|Place of birth:||Itawambia County, Mississippi|
|Place of death:||South Bend, Indiana|
|Year of birth:||1915|
|Year of death:|
|Source of information:||https://archive.org/stream/jemfquarterlyser1972john/jemfquarterlyser1972john djvu.txt|
Charles Mumford Bean was researched for the JEMF Quarterly (vol. VIII, Part 1, Spring, 1972, No. 25) by Donald Lee Nelson, and his article is reproduced here:
Charles Mumford Bean, the leader of the band, was bom at Fulton, Itawamba County, Mississippi, on Christmas Day, 1915. His parents, George and Mary Bean were farming people, and had family ties in the area dating back many years. At the age of seven, Mumford swapped a .22 rifle for a fiddle neck. His father affixed it to a cigar box, and with a lot of practice the younger Bean learned "Soldier's Joy," "Eighth Of January," and other popular square dance tunes of the region. George Bean was an accomplished 5-string banjo-picker and "G-string" fiddler, and instructed his son profusely on both instruments.
In 1924 or thereabouts, Mumford Bean, with two distant cousins, Relder Priddy and Morine Little, formed "The Itawambians." Priddy, a mandolinist, was born about 1908, while Little, the band's guitarist, was two years his junior. The boys played for dances, political rallies, and other social outings. George Bean managed the trio of musicians whose ages ranged from eight to sixteen years. Their services were in demand throughout Mississippi, and soon were sought by people in neighboring states as well. Since there were many child musicians at the time throughout the region it is safe to say that their popularity and employment were not dependent solely upon their youth. During this period they played on stage with such luminaries as Fiddlin' John Carson, Fate Norris, Gid Tanner, Mr. 6 Mrs. Hugh Cross, and Riley Puckett. According to Mumford Bean, most audiences were unaware that Puckett was sightless.
The Itawambians became the first band to play over radio station WELO in Tupelo, Mississippi. They were on a jamboree show emanating from that terminal every Saturday night for nearly a year. The group was mainly a string band, but occasionally Mumford would favor vocals. The young trio often performed at church, with Mumford alternating between the violin and the handsaw. It is interesting to note that most of the phonograph records in the Bean household at the time were of the "country" variety. "Com Licker Still In Georgia" was a special family favorite.
In 1925, at the age of nine, Mumford won the Tri-County Fiddler's Contest. This geographical triumvirate consists of Itawamba, Monroe, and Lee Counties. Even in those pre-depression days things were far from easy, and the five or ten dollars first prize awarded to a champion fiddler was not to be ignored. At another fiddlers' contest he ' was pitted against, among others, Tennesseean Arthur Smith. "How'd you come out?" he was asked. "Second." was the reply.
Three years after his trl-county fiddling victory, on 17 February 1928, Mumford Bean and his Itawambians travelled to Memphis to place four numbers on wax for the OKeh Record Company. Two of them, "Downfall Of Paris" (Master No. 400260), and "A New Coon In Town" (400261), were never released, but "Slow Time Waltz" (400256), and "Flow Rain Waltz" (400257), were issued on OKeh 45303. They were all well worked pieces from the central Mississippi area, but on the final number there was evidently a misunderstanding of the title, "Florine Waltz." There is a surprising similarity between the fiddling of young Mumford Bean and the seasoned work of fellow Mississippian (and OKeh artist) William T. Narmour. Since Mr. Bean does not recall Narmour, it must be assumed that such a style is native to that region.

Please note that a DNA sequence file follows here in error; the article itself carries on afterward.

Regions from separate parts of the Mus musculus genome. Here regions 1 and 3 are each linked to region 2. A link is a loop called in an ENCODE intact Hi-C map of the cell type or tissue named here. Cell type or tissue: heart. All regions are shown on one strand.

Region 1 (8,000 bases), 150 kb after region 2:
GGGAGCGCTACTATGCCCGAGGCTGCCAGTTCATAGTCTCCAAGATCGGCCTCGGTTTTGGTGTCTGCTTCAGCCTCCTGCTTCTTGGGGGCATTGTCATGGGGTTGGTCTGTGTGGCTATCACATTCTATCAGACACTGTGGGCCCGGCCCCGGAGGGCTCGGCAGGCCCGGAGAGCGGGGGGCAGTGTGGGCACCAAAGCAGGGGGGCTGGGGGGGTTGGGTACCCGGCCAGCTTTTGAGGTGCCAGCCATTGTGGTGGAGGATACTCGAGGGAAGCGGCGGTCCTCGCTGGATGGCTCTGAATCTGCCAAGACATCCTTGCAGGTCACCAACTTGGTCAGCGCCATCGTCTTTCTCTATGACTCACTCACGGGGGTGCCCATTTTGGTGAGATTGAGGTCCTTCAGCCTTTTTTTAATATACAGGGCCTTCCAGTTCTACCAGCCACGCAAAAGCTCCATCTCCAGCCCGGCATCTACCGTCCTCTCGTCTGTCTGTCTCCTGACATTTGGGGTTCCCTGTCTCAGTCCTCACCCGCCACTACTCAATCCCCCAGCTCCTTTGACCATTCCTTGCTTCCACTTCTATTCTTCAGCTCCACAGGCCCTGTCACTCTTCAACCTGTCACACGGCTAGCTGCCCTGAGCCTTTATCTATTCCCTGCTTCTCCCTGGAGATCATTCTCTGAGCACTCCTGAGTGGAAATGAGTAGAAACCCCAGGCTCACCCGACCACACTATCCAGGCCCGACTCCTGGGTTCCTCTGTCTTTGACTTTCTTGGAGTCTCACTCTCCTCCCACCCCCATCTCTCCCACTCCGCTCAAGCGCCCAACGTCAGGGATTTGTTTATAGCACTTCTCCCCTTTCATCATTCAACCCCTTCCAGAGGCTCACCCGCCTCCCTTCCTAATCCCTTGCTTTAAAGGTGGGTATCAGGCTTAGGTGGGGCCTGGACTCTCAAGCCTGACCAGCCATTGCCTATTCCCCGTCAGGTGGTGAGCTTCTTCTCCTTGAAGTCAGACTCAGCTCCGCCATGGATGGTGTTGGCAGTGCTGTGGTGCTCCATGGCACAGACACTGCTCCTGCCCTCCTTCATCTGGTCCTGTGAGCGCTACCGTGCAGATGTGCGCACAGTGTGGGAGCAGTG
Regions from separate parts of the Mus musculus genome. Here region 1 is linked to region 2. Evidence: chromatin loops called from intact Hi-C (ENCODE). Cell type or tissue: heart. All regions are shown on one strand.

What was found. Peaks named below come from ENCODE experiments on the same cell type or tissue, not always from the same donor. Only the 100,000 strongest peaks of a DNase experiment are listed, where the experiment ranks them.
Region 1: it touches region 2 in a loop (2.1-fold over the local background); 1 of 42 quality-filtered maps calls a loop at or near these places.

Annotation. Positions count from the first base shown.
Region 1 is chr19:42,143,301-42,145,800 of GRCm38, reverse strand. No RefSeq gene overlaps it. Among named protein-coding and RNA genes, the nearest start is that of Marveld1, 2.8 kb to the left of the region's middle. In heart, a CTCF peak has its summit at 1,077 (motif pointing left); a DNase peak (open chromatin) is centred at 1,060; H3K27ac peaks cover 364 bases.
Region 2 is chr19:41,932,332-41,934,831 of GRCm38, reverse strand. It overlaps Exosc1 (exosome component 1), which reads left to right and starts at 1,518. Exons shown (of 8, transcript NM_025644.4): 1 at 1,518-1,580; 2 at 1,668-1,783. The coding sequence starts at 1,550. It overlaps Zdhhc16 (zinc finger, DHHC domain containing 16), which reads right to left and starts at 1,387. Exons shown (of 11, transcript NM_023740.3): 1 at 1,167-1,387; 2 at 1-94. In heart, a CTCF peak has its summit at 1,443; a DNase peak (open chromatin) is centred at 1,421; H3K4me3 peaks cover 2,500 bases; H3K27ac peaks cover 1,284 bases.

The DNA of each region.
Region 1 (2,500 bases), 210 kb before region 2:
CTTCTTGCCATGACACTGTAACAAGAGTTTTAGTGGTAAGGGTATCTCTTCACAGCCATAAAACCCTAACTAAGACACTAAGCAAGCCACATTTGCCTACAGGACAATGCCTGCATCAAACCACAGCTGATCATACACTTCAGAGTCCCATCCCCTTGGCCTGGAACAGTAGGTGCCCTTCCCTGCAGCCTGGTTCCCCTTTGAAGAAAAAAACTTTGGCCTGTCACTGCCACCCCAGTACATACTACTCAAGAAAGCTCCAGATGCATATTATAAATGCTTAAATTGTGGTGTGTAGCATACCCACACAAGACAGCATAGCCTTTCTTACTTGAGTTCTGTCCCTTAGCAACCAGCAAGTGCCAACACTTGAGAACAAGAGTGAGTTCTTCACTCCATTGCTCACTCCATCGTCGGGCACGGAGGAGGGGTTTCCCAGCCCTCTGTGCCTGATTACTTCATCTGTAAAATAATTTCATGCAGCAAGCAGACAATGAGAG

Some months after the session the Beans were in a record store in Tupelo to secure a copy of their effort when they were introduced to Jimmie Rodgers. The Blue Yodeler was in the shop to sign autographs, and cordially spoke with the elder Bean about having the Itawambians record for Victor. Rodgers expressed the opinion that his home staters could obtain a better deal from the people he worked for than they could from the Columbia subsidiary. Whatever ostensible plans were made that day are lost to time, for shortly thereafter George Bean died of acute ulcers at the age of thirty-eight. This tragedy disbanded the group, and Mumford, at 13 years of age, went to farming. The family sold the farm after some four years, and then young Bean entered public works.
During this time he managed to find the chance to play with groups who would come to the area. He performed with the Swift Jewel Cowboys from Memphis, and with Hank Penny and his Radio Cowboys at Gadsden, Alabama in 1936. At the time, the Radio Cowboys' bull fiddler was Floyd Tillman.
From this time until the start of World War II Bean worked at the Chevrolet Parts Department at Harrisburg, Arkansas. He entered the service, and upon his discharge in 1946, formed "Monk Bean And His Rhythm Rascals," a dance band based at Harrisburg. The group consisted of Bob Morrison, lead guitar; Fred Fuchs, piano; Buddy MacWayne, drums; Winters, rhythm guitar; and Monk Bean, violin, trumpet, or bass. Most of the band's bookings were in the night clubs of West Memphis, The Rhythm Rascals lasted some two years, disintegrating as its members married.
In 1950 Mumford Bean moved to South Bend, Indiana, and went to work for the Bendix Corporation. He, his wife, Tarile, and their son Charles, are still living in that city. He has retained his interest in the music he was born into, and is a faithful "Grand Old Opry" listener especially to the few traditional performers still on the show.
Little is known of the other two Itawambians. Relder Priddy passed away about 1966, and Morine Little still lives in the central Mississippi area.
- Donald Lee Nelson, "OKeh 45303", JEMF Quarterly, vol. VIII, Part 1, Spring, 1972, No. 25, pp. 191-196 .